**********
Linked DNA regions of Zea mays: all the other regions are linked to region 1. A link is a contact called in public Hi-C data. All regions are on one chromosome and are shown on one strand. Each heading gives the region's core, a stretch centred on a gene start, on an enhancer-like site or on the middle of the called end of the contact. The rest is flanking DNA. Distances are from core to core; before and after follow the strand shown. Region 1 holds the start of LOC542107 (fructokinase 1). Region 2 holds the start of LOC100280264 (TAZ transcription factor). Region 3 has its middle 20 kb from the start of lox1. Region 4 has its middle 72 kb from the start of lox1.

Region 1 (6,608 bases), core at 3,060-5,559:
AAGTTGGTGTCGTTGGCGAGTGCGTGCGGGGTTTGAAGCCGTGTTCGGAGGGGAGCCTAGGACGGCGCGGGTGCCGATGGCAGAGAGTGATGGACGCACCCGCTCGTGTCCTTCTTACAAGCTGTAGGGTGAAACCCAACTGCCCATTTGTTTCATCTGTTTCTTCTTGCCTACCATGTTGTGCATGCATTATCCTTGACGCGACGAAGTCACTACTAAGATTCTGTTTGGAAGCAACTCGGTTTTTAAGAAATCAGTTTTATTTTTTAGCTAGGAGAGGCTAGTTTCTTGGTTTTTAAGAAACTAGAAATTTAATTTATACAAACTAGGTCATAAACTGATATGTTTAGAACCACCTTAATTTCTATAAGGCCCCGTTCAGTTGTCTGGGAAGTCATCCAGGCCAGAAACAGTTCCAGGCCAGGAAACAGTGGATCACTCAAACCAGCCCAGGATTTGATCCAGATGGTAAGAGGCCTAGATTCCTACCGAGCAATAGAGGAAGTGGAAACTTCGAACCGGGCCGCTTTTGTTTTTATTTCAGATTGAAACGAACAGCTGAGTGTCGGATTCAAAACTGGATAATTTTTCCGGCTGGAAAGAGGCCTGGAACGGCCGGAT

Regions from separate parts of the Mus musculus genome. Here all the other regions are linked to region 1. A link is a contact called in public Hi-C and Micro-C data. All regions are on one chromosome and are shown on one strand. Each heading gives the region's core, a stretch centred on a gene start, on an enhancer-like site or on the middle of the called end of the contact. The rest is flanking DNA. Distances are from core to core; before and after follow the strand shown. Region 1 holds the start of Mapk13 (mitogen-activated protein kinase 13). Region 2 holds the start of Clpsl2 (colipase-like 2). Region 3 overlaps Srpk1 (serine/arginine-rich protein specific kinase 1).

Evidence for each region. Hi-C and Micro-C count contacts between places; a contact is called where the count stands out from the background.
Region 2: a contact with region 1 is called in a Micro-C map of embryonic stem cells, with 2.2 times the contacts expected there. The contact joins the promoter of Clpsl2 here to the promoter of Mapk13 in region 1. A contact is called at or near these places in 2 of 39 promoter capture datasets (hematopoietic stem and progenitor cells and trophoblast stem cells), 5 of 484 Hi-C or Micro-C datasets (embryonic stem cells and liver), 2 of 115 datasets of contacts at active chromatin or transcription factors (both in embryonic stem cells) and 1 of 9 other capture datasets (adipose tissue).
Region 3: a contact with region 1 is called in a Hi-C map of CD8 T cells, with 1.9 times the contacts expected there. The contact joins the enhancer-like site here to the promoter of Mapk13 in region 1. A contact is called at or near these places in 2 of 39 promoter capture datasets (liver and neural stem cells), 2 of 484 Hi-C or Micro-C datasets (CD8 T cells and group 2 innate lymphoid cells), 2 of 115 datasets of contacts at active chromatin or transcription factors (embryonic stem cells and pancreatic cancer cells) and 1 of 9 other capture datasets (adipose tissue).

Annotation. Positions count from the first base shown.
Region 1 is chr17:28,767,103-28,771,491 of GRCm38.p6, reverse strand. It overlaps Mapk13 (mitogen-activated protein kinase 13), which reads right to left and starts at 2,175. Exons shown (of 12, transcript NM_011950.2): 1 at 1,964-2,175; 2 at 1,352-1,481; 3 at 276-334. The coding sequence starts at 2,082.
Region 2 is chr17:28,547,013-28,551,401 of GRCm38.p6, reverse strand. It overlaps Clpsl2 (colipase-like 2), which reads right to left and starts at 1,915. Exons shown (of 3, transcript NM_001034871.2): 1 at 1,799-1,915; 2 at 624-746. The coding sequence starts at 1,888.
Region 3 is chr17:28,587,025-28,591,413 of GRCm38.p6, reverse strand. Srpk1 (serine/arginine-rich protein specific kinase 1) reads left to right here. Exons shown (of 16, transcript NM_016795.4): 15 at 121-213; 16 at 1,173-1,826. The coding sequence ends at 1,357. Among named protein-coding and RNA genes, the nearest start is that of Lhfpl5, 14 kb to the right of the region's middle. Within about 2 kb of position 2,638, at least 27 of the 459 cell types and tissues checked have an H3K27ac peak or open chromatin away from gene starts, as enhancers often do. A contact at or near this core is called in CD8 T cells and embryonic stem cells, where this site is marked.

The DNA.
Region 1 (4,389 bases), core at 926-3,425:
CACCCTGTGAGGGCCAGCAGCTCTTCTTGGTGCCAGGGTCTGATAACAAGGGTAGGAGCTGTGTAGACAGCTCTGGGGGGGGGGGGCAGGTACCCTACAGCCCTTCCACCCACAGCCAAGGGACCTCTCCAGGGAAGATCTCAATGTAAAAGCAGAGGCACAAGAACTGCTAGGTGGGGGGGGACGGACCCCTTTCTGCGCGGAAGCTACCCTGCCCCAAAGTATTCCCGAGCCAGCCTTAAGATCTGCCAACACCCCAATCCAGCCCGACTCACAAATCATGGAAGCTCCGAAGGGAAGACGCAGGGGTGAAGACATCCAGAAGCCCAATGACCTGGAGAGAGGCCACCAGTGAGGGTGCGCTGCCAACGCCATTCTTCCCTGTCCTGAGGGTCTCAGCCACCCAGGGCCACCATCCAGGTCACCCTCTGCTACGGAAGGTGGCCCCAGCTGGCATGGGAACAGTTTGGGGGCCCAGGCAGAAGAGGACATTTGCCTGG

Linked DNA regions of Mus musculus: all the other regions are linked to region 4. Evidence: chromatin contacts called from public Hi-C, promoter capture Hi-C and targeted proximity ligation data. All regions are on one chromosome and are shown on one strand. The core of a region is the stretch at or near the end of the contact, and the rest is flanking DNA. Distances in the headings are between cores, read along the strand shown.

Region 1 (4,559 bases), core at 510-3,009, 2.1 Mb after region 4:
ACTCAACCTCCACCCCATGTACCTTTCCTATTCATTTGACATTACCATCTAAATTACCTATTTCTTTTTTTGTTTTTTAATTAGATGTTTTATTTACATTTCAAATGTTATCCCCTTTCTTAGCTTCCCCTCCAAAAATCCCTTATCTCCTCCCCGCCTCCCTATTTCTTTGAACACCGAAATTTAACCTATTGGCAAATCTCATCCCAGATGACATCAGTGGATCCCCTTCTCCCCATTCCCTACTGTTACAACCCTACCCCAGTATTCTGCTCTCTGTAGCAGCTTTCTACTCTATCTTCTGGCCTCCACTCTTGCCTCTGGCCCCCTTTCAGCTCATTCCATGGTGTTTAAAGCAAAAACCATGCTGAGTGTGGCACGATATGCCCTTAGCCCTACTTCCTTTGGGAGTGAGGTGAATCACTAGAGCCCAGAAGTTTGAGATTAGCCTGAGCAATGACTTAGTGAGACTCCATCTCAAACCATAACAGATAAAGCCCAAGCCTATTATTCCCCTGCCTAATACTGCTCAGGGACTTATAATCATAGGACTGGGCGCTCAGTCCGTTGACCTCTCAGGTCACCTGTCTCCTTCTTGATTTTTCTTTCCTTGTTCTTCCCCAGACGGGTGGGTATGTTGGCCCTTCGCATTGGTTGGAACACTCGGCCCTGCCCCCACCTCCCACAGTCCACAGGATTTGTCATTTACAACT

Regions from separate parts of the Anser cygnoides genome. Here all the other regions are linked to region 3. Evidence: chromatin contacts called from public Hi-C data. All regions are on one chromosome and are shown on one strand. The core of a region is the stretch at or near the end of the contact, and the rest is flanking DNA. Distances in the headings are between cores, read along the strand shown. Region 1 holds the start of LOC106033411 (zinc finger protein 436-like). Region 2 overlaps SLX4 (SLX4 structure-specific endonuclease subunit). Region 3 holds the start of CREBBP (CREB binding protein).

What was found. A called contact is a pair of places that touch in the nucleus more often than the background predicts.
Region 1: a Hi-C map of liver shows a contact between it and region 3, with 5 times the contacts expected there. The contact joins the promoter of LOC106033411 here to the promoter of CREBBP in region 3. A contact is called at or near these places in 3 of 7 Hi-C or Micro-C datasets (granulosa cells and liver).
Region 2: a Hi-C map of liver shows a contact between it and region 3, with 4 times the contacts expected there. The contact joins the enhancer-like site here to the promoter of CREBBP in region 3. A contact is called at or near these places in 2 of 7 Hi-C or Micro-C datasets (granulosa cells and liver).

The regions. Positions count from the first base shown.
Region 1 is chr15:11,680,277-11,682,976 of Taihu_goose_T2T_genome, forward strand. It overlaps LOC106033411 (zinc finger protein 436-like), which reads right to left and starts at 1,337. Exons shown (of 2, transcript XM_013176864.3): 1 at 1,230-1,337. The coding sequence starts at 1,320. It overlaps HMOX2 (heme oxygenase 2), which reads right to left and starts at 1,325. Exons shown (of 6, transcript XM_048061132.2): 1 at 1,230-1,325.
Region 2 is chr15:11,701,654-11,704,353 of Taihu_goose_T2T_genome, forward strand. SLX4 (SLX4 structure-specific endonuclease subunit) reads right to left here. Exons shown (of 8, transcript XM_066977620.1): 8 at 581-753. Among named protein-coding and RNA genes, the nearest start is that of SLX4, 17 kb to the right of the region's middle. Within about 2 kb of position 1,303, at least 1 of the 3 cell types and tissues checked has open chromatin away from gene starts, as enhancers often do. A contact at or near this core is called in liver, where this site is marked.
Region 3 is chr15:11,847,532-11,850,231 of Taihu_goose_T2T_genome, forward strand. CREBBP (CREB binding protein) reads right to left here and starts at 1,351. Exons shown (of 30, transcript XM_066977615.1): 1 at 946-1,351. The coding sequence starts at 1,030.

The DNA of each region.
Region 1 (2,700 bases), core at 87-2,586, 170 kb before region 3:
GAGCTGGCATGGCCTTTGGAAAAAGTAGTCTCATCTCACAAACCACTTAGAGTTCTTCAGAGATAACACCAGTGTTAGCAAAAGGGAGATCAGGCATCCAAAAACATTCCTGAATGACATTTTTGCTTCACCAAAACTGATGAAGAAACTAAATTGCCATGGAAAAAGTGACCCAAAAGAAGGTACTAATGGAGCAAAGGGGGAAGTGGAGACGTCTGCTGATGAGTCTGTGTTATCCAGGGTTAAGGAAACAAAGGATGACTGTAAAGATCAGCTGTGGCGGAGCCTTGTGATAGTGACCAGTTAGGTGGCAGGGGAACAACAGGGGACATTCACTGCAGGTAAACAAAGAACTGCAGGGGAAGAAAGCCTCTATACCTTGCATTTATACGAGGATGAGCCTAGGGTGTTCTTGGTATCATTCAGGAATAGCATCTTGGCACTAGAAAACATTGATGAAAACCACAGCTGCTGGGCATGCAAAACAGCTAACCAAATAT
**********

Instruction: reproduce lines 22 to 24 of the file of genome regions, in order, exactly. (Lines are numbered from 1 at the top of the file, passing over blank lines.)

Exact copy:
The regions. Positions count from the first base shown.
Region 1 is chr15:11,680,277-11,682,976 of Taihu_goose_T2T_genome, forward strand. It overlaps LOC106033411 (zinc finger protein 436-like), which reads right to left and starts at 1,337. Exons shown (of 2, transcript XM_013176864.3): 1 at 1,230-1,337. The coding sequence starts at 1,320. It overlaps HMOX2 (heme oxygenase 2), which reads right to left and starts at 1,325. Exons shown (of 6, transcript XM_048061132.2): 1 at 1,230-1,325.
Region 2 is chr15:11,701,654-11,704,353 of Taihu_goose_T2T_genome, forward strand. SLX4 (SLX4 structure-specific endonuclease subunit) reads right to left here. Exons shown (of 8, transcript XM_066977620.1): 8 at 581-753. Among named protein-coding and RNA genes, the nearest start is that of SLX4, 17 kb to the right of the region's middle. Within about 2 kb of position 1,303, at least 1 of the 3 cell types and tissues checked has open chromatin away from gene starts, as enhancers often do. A contact at or near this core is called in liver, where this site is marked.